Coxibs: A Failure on the Path to Success?



Coxibs include the drugs celecoxib (Celebrex), rofecoxib (Vioxx), and valdecoxib (Bextra). They are a sub-category of non-steroidal anti-inflammatory drugs (NSAIDs) that have been developed over the past couple of decades. Their original purpose was to prevent some of the digestive problems associated with NSAIDs use, but they have been shown to cause more heart problems.

NSAIDs are an extremely common type of medication.  They include aspirin, ibuprofen and naproxen as over-the-counter medications. NSAIDs that might require a prescription include indomethacin (or indometacin), etodolac and nabumetone. And there are others.

These medicines are used mainly to treat pain, inflammation, and sometimes fever.  The over-the-counter versions are often marketed as medicines for headaches, general discomfort, and menstrual pain. Doctors also prescribe these medications for painful chronic conditions such as rheumatoid arthritis, osteoarthritis, and gout.

So if these drugs already exist, why develop new versions? In high doses, NSAIDs commonly cause severe side effects. The most common side effects of NSAIDs are to the digestive system.  They might include nausea, diarrhea, and indigestion. In some cases there is bleeding of the stomach or intestines, which can lead to serious complications or even death.

It’s going to get technical for a little bit here. Coxibs were NSAIDs developed to provide the same benefits to patients suffering from pain and inflammation, but without the stomach problems. All NSAIDs affect the hormones called prostaglandins. These naturally occurring chemicals trigger pain, swelling and fever.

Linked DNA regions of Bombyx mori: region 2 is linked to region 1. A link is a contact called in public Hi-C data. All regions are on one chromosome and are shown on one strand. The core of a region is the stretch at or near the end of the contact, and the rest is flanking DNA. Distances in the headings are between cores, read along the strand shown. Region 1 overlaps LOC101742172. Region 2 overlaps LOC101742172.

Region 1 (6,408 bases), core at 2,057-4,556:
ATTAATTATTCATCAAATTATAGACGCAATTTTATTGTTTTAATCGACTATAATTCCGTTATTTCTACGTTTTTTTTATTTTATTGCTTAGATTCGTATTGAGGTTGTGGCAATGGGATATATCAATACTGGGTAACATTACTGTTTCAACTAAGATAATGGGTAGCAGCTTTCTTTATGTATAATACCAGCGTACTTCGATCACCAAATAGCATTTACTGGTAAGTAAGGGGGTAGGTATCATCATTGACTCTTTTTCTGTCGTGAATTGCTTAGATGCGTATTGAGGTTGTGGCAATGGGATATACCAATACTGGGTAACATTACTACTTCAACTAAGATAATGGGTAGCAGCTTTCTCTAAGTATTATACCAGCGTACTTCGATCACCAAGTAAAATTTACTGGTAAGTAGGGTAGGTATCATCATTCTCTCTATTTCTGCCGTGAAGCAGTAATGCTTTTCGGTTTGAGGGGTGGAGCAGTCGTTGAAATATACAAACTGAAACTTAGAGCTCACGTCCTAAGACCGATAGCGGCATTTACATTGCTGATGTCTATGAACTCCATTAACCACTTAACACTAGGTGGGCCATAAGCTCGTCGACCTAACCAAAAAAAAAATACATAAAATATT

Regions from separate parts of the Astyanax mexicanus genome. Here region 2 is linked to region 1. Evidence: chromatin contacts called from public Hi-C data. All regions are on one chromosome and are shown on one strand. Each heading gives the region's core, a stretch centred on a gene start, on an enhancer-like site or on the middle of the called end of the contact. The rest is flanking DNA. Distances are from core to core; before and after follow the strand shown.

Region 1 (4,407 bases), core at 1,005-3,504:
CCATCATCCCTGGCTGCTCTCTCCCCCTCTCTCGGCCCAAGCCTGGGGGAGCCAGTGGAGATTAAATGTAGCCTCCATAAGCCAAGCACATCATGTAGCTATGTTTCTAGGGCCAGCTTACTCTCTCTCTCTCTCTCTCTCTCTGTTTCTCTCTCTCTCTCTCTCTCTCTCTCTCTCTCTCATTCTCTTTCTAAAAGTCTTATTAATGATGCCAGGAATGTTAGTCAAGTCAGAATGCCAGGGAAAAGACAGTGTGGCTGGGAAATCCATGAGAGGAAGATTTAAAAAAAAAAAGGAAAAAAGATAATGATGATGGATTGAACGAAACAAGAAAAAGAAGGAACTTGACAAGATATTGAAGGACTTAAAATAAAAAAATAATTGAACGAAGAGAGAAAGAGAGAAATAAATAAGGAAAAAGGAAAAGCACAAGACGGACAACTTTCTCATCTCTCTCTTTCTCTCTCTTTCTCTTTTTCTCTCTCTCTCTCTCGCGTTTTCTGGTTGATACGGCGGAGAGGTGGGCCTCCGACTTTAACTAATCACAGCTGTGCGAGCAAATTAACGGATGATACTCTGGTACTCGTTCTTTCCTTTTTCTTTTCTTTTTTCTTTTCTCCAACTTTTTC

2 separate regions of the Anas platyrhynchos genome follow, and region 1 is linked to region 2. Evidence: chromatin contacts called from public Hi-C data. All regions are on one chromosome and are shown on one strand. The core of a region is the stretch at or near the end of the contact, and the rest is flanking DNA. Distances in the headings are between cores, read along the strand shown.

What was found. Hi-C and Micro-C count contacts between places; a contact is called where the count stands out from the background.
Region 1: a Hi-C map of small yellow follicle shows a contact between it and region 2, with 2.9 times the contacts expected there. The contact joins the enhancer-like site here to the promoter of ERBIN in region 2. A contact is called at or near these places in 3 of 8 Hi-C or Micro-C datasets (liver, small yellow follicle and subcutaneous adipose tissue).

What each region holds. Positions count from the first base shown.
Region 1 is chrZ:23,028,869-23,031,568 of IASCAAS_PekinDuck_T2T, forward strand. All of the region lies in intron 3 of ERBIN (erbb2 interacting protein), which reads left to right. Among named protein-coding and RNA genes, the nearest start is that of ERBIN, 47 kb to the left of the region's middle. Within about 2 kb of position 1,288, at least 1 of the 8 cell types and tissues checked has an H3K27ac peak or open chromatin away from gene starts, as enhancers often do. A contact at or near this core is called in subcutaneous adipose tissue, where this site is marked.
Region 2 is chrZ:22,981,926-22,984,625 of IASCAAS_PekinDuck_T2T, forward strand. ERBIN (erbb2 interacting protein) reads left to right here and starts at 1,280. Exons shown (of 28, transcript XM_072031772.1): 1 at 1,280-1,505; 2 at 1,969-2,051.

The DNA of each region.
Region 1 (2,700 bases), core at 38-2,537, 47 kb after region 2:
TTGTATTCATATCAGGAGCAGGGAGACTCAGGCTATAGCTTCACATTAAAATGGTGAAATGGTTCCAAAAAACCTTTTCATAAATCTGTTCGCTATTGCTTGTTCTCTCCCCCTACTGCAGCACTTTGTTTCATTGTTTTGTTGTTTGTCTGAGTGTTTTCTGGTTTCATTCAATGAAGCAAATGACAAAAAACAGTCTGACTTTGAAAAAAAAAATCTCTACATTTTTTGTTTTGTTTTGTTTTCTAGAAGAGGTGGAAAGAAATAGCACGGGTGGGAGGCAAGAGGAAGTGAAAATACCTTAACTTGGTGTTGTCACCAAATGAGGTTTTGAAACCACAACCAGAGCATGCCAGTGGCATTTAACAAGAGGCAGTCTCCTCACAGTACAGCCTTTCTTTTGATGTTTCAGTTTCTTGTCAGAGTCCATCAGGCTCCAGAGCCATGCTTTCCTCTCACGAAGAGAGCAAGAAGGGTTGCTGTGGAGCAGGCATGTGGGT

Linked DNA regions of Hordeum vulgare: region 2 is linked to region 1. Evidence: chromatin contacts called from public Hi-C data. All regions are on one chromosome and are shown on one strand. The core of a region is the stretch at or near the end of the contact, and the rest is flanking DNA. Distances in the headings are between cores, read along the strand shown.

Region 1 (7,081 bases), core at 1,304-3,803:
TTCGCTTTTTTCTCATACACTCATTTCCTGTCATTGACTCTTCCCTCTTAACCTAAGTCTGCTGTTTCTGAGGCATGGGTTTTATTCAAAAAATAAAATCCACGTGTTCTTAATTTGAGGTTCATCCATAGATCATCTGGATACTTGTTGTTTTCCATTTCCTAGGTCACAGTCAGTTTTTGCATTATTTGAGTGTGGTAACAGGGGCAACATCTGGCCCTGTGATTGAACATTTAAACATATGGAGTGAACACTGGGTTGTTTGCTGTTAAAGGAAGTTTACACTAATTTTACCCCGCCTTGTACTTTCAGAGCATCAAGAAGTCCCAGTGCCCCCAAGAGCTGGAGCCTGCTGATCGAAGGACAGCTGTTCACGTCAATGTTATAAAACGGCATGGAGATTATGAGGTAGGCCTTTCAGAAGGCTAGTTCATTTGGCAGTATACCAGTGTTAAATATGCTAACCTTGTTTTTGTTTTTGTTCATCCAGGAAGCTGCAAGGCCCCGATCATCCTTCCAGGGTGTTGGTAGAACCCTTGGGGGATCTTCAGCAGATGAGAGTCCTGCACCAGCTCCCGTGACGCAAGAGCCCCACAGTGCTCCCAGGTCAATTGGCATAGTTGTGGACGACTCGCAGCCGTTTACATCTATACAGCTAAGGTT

Unfortunately, prostaglandins also help regulate the normal function of the stomach and intestines.  Without them, the digestive system doesn’t produce its natural protective lining and a hole (otherwise known as an ulcer) can develop.

So coxibs were developed to more specifically target different chemical pathways. Most NSAIDs interrupt prostaglandins by binding to the enzymes cyclooxygenase 1 and 2 (COX-1 and COX-2). Without these enzymes, prostaglandin cannot function, and the pain and swelling are reduced. Coxibs target only the COX-2 enzyme.  The word “coxib” is actually short for “COX-2 inhibitor.” And the drugs were successful in that task. Partly.

In short-term studies, the use of coxibs has shown to have fewer side effects in the stomach and intestines. Long-term studies, however, don’t show a significant improvement. More problematic, however, is that the COX-2 inhibitors have an increased risk of causing heart disease among long-term users.

All NSAIDs (except low-dose aspirin) carry some heart risk. This is especially true for people taking high doses or using NSAIDs regularly for an extended period of time. Coxibs have a much higher than normal risk of causing heart attack and stroke even than other NSAIDs. For this reason, coxibs have been largely pulled from the market and aren’t available in many countries.

Currently, the only COX-2 inhibitor available in the USA is celecoxib. It’s marketed under the brand name Celebrex. Previously, rofecoxib and valdecoxib (Vioxx and Bextra respectively) were available, but the were pulled in 2004 and 2005. Rofecoxib is still used as a painkiller for animals, however, and certain countries around the world still make these drugs available despite the risk.

The rise and fall of coxibs are a step on the path to better medications.  This particular group of drugs wasn’t successful, but the idea was a good one. Due to the complexity of the human body, it’s almost impossible to affect only a single process such as pain or swelling. So medications cause side effects. The increasingly targeted medications, though, are making strides towards more specific action. Maybe the next group will do better than the COX-2 inhibitors.

Graphic courtesy of FreeDigitalPhotos.Net.

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